this is Fred, who is two years younger than me,
and these are Nurse Lynch's babies.
This is me when I knew Nurse Lynch.
This is me at school, I was seven,
and when I came home Nurse Lynch had brought me my little sister.
She used to let me watch her bath my little sister in a bowl.
We had an old-fashioned hand stand,
and we had a jug and bowl on there,
and my little sister fitted in that bowl.
So, Mary, did you know your mum was pregnant?
My mum wore a mac.
-Oh, she hid it?
You didn't go about like you do today,
letting everybody see, "Hooray, I'm pregnant."
We didn't know we're having a baby.
-So you didn't know till...
-We didn't know till we got you.
I came home from school and there she was.
And I was so fascinated by Nurse Lynch
that I wanted to be like her.
So I brought babies into the world.
Following in Cecilia's footsteps,
Mary became a certified midwife in 1947
and worked in Manchester's Hope Hospital.
I went on a computer, online, and I found
the Central Midwives Board penal report
actually regarding Cecilia Lynch.
What would be the most important things to look out for
that could actually, um, get a midwife into trouble?
She could be called to anything to cope with.
And there were a lot of sick children then,
because things were so poor.
But as far as Nurse Lynch, I do know that
she was such a woman that she would do the right thing.
-A very competent woman.
A competent midwife.
-That's what comes out, very kind and loving.
Thank you very much, Mary, it was lovely.
You're very welcome, I'm glad to have helped you.
-I hope I have.
-I'm awfully glad to meet you.
In 1937, the year she was prosecuted,
Cecilia was 58 and had almost three decades of experience behind her.
What I don't understand is, I mean,
I know that from all accounts she was a dedicated, passionate, particular
and self-sacrificing midwife, and the only thing I can think about
is that it was just something that today wouldn't have meant very much.
And my job now is, of course, to try
and get access to that information as soon as I can, somehow.
Robin's heard back about his Freedom of Information request.
He's been sent the case notes relating to Cecilia's prosecution.
They've been edited to protect the identity of the family involved.
Well, what I have found is what I hoped it would be,
and it was actually, um...
She was doing the right thing, she was just going against the rules.
She was looking after a...
The way I see it, she was looking after a baby who had a problem
almost, I would say, from birth, but sounded like conjunctivitis to me,
something that they could cure with penicillin today.
She was doing the best thing and she was attending the child every day.
Um, but apparently, the rules were that you have to call the doctor in
when you're dealing with the child's eyes, bathing it every day.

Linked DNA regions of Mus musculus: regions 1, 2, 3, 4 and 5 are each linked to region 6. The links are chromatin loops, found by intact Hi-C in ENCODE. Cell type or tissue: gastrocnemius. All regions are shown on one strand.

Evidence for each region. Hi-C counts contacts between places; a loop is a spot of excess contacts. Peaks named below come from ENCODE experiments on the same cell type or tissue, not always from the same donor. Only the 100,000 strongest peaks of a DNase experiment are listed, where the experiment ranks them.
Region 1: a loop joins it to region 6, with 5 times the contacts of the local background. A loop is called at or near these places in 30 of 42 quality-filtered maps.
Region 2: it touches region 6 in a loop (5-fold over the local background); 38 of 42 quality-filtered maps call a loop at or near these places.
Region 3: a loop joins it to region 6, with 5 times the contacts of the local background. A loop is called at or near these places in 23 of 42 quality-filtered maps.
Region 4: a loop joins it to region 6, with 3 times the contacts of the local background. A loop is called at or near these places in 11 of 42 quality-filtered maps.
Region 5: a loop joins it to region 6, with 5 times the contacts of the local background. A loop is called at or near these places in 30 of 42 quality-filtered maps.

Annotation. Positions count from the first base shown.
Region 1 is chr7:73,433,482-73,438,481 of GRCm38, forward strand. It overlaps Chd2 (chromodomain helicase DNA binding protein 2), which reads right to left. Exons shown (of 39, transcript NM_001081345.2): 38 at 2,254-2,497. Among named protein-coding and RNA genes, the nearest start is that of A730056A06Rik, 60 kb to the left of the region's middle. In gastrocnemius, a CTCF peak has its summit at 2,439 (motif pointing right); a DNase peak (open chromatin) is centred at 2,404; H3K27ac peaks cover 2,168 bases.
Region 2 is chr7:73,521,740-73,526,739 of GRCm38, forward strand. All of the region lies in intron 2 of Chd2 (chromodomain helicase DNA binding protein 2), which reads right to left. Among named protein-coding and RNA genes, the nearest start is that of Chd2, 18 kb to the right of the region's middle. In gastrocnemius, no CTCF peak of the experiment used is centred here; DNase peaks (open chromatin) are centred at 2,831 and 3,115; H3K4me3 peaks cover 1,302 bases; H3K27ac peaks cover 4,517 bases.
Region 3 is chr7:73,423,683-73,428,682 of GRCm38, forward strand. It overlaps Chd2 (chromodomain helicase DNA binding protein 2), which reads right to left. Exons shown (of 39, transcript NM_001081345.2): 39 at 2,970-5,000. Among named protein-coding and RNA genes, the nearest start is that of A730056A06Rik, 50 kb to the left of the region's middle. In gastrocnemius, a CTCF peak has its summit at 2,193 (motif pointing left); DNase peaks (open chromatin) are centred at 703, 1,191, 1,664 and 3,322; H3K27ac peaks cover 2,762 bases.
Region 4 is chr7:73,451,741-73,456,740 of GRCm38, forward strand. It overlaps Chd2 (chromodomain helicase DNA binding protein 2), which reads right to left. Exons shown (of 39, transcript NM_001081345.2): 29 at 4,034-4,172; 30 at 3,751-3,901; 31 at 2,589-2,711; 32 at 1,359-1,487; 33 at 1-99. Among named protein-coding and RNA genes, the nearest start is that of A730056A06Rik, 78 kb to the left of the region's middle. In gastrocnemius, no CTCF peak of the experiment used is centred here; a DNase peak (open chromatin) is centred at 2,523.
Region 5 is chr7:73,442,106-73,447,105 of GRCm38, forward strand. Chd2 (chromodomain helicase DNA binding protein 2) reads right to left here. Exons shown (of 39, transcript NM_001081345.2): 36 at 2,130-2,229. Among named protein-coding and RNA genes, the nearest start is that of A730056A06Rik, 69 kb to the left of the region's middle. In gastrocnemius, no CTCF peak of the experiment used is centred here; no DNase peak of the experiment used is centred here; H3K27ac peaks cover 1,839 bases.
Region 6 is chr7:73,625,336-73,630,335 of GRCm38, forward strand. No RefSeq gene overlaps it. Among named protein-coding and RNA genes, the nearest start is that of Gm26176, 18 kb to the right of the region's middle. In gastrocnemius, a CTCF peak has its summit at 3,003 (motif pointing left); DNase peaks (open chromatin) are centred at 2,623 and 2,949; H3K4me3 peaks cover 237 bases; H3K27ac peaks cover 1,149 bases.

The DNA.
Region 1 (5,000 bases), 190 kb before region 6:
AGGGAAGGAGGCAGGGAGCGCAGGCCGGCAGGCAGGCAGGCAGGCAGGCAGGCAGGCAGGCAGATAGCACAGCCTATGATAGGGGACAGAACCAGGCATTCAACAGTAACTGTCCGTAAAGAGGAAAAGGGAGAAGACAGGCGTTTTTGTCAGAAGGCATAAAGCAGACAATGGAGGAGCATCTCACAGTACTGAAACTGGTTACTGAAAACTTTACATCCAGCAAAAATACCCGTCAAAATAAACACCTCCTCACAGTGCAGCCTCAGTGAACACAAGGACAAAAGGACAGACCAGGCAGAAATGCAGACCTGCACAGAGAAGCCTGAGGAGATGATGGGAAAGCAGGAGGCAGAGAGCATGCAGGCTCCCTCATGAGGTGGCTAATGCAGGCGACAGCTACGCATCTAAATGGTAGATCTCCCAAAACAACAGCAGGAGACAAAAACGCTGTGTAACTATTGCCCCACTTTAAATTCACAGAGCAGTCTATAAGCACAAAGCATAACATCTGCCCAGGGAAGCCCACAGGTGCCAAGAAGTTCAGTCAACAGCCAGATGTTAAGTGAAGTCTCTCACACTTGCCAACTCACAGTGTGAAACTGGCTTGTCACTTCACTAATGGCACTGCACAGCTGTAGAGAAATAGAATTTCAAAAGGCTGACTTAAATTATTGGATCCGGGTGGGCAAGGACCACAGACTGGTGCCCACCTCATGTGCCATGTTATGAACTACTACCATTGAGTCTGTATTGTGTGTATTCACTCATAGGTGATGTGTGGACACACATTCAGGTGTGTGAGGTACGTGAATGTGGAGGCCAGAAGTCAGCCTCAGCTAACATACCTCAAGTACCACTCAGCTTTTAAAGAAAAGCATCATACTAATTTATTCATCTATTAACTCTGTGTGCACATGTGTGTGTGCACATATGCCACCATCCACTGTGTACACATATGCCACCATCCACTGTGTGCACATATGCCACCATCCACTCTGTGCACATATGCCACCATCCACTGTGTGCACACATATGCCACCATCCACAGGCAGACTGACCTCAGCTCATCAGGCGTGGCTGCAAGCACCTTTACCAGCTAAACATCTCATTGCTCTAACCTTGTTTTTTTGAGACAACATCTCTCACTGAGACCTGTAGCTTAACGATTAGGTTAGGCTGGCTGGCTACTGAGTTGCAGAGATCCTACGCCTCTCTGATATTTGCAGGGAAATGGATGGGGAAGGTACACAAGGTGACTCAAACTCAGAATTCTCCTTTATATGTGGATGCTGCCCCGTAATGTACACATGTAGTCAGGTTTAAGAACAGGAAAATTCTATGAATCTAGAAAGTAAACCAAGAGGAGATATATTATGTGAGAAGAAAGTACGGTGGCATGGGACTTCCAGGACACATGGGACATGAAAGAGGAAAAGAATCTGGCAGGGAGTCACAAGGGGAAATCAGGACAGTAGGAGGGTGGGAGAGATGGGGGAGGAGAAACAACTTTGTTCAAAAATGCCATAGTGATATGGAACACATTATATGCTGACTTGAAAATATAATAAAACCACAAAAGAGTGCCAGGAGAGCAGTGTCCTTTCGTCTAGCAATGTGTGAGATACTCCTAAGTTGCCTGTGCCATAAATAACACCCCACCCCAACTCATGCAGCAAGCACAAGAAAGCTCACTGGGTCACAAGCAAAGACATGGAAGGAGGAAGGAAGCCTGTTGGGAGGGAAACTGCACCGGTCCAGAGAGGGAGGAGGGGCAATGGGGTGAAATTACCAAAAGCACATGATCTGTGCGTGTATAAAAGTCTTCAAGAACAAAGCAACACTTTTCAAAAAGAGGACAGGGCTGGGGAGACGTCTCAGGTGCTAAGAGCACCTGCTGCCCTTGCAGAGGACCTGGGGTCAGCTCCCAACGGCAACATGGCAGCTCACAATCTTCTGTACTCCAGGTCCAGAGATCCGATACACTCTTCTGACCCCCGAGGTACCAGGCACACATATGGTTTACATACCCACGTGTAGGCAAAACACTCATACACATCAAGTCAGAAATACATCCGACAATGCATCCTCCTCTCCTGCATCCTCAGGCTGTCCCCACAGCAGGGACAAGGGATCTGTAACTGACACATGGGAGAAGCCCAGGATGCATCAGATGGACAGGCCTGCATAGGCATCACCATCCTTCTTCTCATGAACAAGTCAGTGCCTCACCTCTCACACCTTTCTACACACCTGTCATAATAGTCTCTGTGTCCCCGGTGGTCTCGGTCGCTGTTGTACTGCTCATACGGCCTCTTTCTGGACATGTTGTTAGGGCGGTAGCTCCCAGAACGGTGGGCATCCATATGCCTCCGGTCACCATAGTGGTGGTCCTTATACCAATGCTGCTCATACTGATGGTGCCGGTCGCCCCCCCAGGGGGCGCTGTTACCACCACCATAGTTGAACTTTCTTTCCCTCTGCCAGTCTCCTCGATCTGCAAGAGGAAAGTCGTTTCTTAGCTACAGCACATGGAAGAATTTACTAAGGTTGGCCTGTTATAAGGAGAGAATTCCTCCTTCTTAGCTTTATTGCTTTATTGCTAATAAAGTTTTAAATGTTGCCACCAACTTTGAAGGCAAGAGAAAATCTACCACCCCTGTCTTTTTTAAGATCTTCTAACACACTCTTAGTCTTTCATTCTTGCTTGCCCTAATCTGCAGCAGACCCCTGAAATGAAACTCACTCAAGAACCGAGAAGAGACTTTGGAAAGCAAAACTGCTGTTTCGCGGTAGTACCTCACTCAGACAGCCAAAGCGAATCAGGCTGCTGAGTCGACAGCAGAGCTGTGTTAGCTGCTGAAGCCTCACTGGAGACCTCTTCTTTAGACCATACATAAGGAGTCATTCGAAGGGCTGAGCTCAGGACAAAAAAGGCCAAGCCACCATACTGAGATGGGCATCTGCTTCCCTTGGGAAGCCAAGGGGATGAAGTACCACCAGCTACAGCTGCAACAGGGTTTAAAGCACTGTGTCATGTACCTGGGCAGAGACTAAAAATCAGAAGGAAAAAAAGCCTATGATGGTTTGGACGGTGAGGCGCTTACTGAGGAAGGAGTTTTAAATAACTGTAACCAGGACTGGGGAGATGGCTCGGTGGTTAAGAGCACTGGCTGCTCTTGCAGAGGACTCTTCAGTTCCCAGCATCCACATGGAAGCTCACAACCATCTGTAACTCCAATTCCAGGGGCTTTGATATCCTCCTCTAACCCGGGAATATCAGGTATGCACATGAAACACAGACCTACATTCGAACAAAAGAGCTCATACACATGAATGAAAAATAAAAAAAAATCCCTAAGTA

She was looking after the child, she just didn't call the doctor, and that was her big mistake.
To help him interpret the document,
Robin's come to the University of Salford to meet Jeanne Lythgoe,
a supervisor of midwives and lecturer in midwifery.
-How are you?
The first impressions I get from this report is that, um...
she was guilty of some kind of neglect,
and my view was that her only real neglect was that she didn't inform the doctor.
She was, you know, very concerned, bathing the child's eyes,
and I just wondered what your take on it is?
I mean, I think you're right, you know, you are right that she
did pay, um, good attention to the baby's eyes.
I think the problem for Cecilia was that as a midwife,
-she was working under certain rules that were set.
And the reason for that was because
some conditions of the eyes discharging could be as a result
of a very serious condition called ophthalmia neonatorum.
And that was a result of infection
from the mum having gonorrhoea, having suffered from gonorrhoea.
And the baby's eyes get infected as the baby
comes down the birth canal.
And Cecilia would have known that she was to notify the Medical Officer for Health
if she came across or had any suspicions
of this actual condition.
When the case was brought against Cecilia in 1937,
gonorrhoea was a major public health problem.
Because of the stigma attached to the disease,
and the difficulty of diagnosing and treating it, many cases went unreported.
This led to a nationwide sexual-health campaign,
and midwives were under strict instructions to report
any suspected cases in infants to a doctor.
There are probably about 60,000 new infections each year.
If untreated in the expectant mother,
it may infect the eyes of the infant at birth, causing blindness.
On, I think it's about the fourth or fifth day after the baby was born,
a doctor came to see the lady.
He says he wasn't there to actually look at the baby's eyes, he was...